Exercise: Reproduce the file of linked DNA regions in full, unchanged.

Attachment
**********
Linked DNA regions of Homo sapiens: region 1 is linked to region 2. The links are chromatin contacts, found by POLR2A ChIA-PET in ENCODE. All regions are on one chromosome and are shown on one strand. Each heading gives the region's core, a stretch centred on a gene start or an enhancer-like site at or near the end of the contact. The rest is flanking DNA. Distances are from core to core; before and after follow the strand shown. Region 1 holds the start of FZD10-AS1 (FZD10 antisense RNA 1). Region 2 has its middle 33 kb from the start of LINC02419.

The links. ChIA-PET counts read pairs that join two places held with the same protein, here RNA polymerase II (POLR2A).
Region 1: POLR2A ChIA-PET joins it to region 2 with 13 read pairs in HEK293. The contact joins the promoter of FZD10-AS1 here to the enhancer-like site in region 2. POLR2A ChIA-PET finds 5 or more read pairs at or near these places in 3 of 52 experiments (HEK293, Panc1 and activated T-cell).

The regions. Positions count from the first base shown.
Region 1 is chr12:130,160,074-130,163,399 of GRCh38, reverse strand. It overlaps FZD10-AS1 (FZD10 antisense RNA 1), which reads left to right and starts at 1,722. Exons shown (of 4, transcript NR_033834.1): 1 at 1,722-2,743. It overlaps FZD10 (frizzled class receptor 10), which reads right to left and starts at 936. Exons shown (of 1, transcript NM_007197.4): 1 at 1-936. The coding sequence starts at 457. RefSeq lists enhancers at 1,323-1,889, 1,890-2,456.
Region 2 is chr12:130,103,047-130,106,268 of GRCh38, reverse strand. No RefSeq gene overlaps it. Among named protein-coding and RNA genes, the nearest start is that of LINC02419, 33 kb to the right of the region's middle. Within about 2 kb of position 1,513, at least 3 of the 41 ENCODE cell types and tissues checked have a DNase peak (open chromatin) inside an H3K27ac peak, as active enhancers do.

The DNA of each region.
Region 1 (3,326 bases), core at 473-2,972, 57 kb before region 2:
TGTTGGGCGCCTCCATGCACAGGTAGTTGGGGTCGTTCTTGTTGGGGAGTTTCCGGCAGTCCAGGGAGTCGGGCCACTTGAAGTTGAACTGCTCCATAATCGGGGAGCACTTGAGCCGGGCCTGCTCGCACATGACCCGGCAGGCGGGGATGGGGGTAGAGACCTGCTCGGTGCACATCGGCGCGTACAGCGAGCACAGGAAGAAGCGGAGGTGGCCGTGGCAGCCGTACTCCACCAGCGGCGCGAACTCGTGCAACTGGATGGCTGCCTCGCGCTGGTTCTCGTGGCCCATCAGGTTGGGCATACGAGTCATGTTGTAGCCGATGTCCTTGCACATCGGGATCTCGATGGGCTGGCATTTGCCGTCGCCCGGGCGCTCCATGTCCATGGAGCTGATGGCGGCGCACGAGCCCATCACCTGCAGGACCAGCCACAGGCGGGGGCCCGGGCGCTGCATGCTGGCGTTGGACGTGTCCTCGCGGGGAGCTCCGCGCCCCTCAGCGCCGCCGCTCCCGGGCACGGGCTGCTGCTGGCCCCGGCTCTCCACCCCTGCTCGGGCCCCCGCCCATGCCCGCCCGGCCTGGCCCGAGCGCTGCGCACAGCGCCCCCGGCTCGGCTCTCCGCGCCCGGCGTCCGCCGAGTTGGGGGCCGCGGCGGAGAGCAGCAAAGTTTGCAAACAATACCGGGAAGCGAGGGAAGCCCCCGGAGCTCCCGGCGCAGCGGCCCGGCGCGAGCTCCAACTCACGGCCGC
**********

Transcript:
Linked DNA regions of Homo sapiens: region 1 is linked to region 2. The links are chromatin contacts, found by POLR2A ChIA-PET in ENCODE. All regions are on one chromosome and are shown on one strand. Each heading gives the region's core, a stretch centred on a gene start or an enhancer-like site at or near the end of the contact. The rest is flanking DNA. Distances are from core to core; before and after follow the strand shown. Region 1 holds the start of FZD10-AS1 (FZD10 antisense RNA 1). Region 2 has its middle 33 kb from the start of LINC02419.

The links. ChIA-PET counts read pairs that join two places held with the same protein, here RNA polymerase II (POLR2A).
Region 1: POLR2A ChIA-PET joins it to region 2 with 13 read pairs in HEK293. The contact joins the promoter of FZD10-AS1 here to the enhancer-like site in region 2. POLR2A ChIA-PET finds 5 or more read pairs at or near these places in 3 of 52 experiments (HEK293, Panc1 and activated T-cell).

The regions. Positions count from the first base shown.
Region 1 is chr12:130,160,074-130,163,399 of GRCh38, reverse strand. It overlaps FZD10-AS1 (FZD10 antisense RNA 1), which reads left to right and starts at 1,722. Exons shown (of 4, transcript NR_033834.1): 1 at 1,722-2,743. It overlaps FZD10 (frizzled class receptor 10), which reads right to left and starts at 936. Exons shown (of 1, transcript NM_007197.4): 1 at 1-936. The coding sequence starts at 457. RefSeq lists enhancers at 1,323-1,889, 1,890-2,456.
Region 2 is chr12:130,103,047-130,106,268 of GRCh38, reverse strand. No RefSeq gene overlaps it. Among named protein-coding and RNA genes, the nearest start is that of LINC02419, 33 kb to the right of the region's middle. Within about 2 kb of position 1,513, at least 3 of the 41 ENCODE cell types and tissues checked have a DNase peak (open chromatin) inside an H3K27ac peak, as active enhancers do.

The DNA of each region.
Region 1 (3,326 bases), core at 473-2,972, 57 kb before region 2:
TGTTGGGCGCCTCCATGCACAGGTAGTTGGGGTCGTTCTTGTTGGGGAGTTTCCGGCAGTCCAGGGAGTCGGGCCACTTGAAGTTGAACTGCTCCATAATCGGGGAGCACTTGAGCCGGGCCTGCTCGCACATGACCCGGCAGGCGGGGATGGGGGTAGAGACCTGCTCGGTGCACATCGGCGCGTACAGCGAGCACAGGAAGAAGCGGAGGTGGCCGTGGCAGCCGTACTCCACCAGCGGCGCGAACTCGTGCAACTGGATGGCTGCCTCGCGCTGGTTCTCGTGGCCCATCAGGTTGGGCATACGAGTCATGTTGTAGCCGATGTCCTTGCACATCGGGATCTCGATGGGCTGGCATTTGCCGTCGCCCGGGCGCTCCATGTCCATGGAGCTGATGGCGGCGCACGAGCCCATCACCTGCAGGACCAGCCACAGGCGGGGGCCCGGGCGCTGCATGCTGGCGTTGGACGTGTCCTCGCGGGGAGCTCCGCGCCCCTCAGCGCCGCCGCTCCCGGGCACGGGCTGCTGCTGGCCCCGGCTCTCCACCCCTGCTCGGGCCCCCGCCCATGCCCGCCCGGCCTGGCCCGAGCGCTGCGCACAGCGCCCCCGGCTCGGCTCTCCGCGCCCGGCGTCCGCCGAGTTGGGGGCCGCGGCGGAGAGCAGCAAAGTTTGCAAACAATACCGGGAAGCGAGGGAAGCCCCCGGAGCTCCCGGCGCAGCGGCCCGGCGCGAGCTCCAACTCACGGCCGC